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Luhring Augustine is pleased to present The Minus Objects 1965-1966, an exhibition of one of the earliest and most important bodies of work created by the Italian artist Michelangelo Pistoletto. Widely regarded as fundamental tothe birth of the Arte Povera movement in the 1960s, this seminal series radically upended the prevailing art trends of the time.

Pistoletto is best known for his Quadri Specchianti (Mirror Paintings), which were first conceived of in 1962 and represent a crucialandon going facet of the artist’s oeuvre. By affixing an image on to a reflective surface, the artist enables a dynamic and ever-changing interaction between the art object and the viewer. The Mirror Paintings garnered international acclaim early on, but Pistoletto was reluctant to yield to expectations that he continue solely in this vein. He opted to create instead the Oggetti in Meno (Minus Objects), a series of Works which defied both categorization and commodification.

Exhibited for the first time in 1966, in the artist’s studio in Turin, the Minus Objects comprise a group of disparate sculptural objects, striking for their individuality as well as their sheer diversity of form, media and means of production. Each work evolved in a spontaneous and organic manner and came together as a larger ensemble after their making. For example, Rosabruciata (Burnt Rose), a work of corrugated card board and spray paint, is the materialization of an object seen in a dream, while Strutture per parlare in piedi (Structure for Talking while Standing), a minimalist iron sculpture, is inspired by Marks made on a gallery wall by visitors resting their feet. Certain objects such as Lampada a mercurio (Mercury Lamp) and Specchio (Mirror) are industrial and utilitarian in nature, while others such as Paesaggio (Landscape), Ti amo (I LoveYou) and Quadro da Pranzo (Lunch Painting) clearly reference the history of painting. Each object is non-representational, unfamiliar ands lightly absurd, yet seems to possess a kind of self-sufficiency and innate reason for being.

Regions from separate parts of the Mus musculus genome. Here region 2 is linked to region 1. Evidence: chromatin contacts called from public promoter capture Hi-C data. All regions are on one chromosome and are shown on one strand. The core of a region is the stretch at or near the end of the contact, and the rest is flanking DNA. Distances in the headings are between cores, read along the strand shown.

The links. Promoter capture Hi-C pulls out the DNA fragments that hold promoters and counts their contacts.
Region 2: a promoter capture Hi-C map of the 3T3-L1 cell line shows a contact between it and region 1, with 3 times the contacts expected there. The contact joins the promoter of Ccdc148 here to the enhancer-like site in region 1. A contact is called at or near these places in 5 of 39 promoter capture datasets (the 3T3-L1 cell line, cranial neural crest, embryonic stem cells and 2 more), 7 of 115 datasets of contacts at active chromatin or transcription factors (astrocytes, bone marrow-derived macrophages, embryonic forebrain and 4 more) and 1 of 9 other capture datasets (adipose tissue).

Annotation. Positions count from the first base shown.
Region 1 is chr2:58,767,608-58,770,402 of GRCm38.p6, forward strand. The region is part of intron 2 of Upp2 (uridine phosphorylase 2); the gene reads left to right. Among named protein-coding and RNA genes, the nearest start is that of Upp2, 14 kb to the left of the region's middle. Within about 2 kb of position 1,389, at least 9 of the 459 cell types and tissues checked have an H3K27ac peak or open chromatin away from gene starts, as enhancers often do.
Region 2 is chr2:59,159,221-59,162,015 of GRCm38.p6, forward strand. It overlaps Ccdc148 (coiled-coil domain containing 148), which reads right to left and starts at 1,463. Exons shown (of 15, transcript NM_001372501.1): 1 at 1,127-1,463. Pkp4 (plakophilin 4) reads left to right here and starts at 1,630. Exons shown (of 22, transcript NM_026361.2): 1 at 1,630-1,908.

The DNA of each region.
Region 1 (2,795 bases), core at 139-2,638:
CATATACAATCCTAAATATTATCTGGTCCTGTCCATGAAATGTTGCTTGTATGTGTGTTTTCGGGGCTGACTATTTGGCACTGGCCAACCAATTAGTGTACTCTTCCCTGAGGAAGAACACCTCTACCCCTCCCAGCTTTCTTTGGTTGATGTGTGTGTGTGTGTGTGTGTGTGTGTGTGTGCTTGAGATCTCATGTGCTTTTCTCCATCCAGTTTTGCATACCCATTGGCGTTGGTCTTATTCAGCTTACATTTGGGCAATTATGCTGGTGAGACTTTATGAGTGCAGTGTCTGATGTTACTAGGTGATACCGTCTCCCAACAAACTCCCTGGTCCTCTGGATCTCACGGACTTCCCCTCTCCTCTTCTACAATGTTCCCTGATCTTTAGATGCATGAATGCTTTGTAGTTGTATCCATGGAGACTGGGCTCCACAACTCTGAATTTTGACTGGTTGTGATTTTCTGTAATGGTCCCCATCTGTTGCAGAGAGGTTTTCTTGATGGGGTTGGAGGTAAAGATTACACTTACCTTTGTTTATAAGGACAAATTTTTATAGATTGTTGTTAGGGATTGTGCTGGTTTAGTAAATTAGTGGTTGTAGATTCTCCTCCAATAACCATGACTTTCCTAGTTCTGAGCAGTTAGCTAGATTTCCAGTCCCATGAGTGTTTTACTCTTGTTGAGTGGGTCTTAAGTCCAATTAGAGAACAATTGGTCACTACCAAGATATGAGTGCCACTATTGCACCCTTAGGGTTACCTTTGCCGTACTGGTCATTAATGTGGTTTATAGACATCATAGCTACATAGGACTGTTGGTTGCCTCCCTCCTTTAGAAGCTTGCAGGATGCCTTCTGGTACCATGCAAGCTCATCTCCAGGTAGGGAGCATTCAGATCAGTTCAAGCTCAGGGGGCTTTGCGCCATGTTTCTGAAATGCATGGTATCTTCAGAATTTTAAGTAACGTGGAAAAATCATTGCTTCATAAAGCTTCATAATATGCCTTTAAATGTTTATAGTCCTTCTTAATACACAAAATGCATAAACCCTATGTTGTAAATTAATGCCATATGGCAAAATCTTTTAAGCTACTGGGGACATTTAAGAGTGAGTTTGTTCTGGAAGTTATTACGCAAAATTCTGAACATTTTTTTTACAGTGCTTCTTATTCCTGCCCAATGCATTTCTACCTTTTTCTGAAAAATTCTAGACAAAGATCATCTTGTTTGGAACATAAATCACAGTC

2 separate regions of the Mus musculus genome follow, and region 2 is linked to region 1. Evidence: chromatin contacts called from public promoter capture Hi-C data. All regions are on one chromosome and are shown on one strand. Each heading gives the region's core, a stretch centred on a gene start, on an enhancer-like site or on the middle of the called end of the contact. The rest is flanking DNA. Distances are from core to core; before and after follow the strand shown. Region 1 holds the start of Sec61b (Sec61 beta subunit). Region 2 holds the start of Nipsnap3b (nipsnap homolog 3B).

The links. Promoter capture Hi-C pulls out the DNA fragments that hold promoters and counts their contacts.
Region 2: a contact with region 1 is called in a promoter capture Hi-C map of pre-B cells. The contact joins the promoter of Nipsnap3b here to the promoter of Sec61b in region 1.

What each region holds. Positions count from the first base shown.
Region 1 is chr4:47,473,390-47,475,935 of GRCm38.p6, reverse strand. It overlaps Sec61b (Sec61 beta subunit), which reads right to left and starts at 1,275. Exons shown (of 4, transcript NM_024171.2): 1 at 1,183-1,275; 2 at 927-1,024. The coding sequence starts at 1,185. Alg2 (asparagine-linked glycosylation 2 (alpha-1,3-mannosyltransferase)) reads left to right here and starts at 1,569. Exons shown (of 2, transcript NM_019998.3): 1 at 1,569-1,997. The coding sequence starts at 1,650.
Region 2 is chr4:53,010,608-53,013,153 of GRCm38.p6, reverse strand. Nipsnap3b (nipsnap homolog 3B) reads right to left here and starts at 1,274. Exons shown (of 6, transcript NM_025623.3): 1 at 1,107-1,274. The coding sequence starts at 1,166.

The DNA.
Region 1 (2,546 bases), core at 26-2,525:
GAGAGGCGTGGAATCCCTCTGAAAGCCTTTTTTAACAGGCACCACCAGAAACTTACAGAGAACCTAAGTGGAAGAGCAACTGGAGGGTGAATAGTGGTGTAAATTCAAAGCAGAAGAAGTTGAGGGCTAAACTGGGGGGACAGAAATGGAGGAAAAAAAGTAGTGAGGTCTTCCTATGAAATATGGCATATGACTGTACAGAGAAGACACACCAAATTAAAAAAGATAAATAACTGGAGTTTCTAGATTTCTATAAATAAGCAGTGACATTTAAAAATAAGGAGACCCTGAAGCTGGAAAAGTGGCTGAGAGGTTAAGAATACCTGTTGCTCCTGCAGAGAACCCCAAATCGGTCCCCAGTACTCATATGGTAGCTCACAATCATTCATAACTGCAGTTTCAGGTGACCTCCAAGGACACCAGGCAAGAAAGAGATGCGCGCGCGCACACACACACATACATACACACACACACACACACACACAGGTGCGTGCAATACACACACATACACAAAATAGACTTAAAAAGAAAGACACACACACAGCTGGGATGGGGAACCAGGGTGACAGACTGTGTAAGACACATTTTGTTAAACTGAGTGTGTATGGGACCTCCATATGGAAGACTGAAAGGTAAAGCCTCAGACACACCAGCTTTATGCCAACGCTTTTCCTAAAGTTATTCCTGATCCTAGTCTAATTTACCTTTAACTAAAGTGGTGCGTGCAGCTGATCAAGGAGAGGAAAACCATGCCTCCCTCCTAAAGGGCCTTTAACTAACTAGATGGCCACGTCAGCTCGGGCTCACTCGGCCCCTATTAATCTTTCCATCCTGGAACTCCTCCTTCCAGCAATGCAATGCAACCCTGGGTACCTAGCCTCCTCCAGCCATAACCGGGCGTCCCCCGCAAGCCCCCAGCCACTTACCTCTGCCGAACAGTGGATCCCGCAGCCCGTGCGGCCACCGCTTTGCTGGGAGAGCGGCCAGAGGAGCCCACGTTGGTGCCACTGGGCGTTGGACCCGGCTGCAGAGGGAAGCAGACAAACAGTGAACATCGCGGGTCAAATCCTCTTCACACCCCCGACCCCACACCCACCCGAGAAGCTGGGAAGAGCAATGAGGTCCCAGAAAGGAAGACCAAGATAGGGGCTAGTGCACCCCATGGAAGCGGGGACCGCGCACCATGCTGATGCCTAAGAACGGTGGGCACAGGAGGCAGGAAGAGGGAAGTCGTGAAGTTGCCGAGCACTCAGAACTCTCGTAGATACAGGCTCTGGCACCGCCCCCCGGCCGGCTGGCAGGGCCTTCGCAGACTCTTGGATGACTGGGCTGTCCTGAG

There markable singularity and self-containment of each Minus Object serveto minimize the role of authorship. Bycreating an ensemble of objects with no discernible relation to each other, the artist essentially negates his own persona and enables the series as a whole to speak forit self. As Pistoletto writes, “…they are objects through whose agency I free my self from something—not constructions, then, but liberations. I do not considerhem more but less, not pluses but minuses, in that they bring with them a sense of a perceptual experience that has been definitively manifested once and for all.”

Michelangelo Pistoletto was born in Biella, Italy in 1933. He has exhibited extensively and his work is in the collection of numerous museums including the Museum of Modern Art, New York; Hirshhorn Museum and Sculpture Garden, Washington D.C.; Tate Modern, London; Castellodi Rivoli, Turin, and the Reina Sofia Museum, Madrid. He has participated in several international exhibition sincluding the Venice Biennale on eleven occasions, and four iterations of Documenta. Recent solo exhibitions have been presented at the Philadelphia Museum of Art, MAXXI, the Serpentine Gallery, and at the Louvre in Paris in 2013. He is alsothe 2013 recipient of the prestigious Praemium Imperiale Award for Painting. The artist lives and works in Biella, where he founded the interdisciplinary laboratory Cittadellarte.

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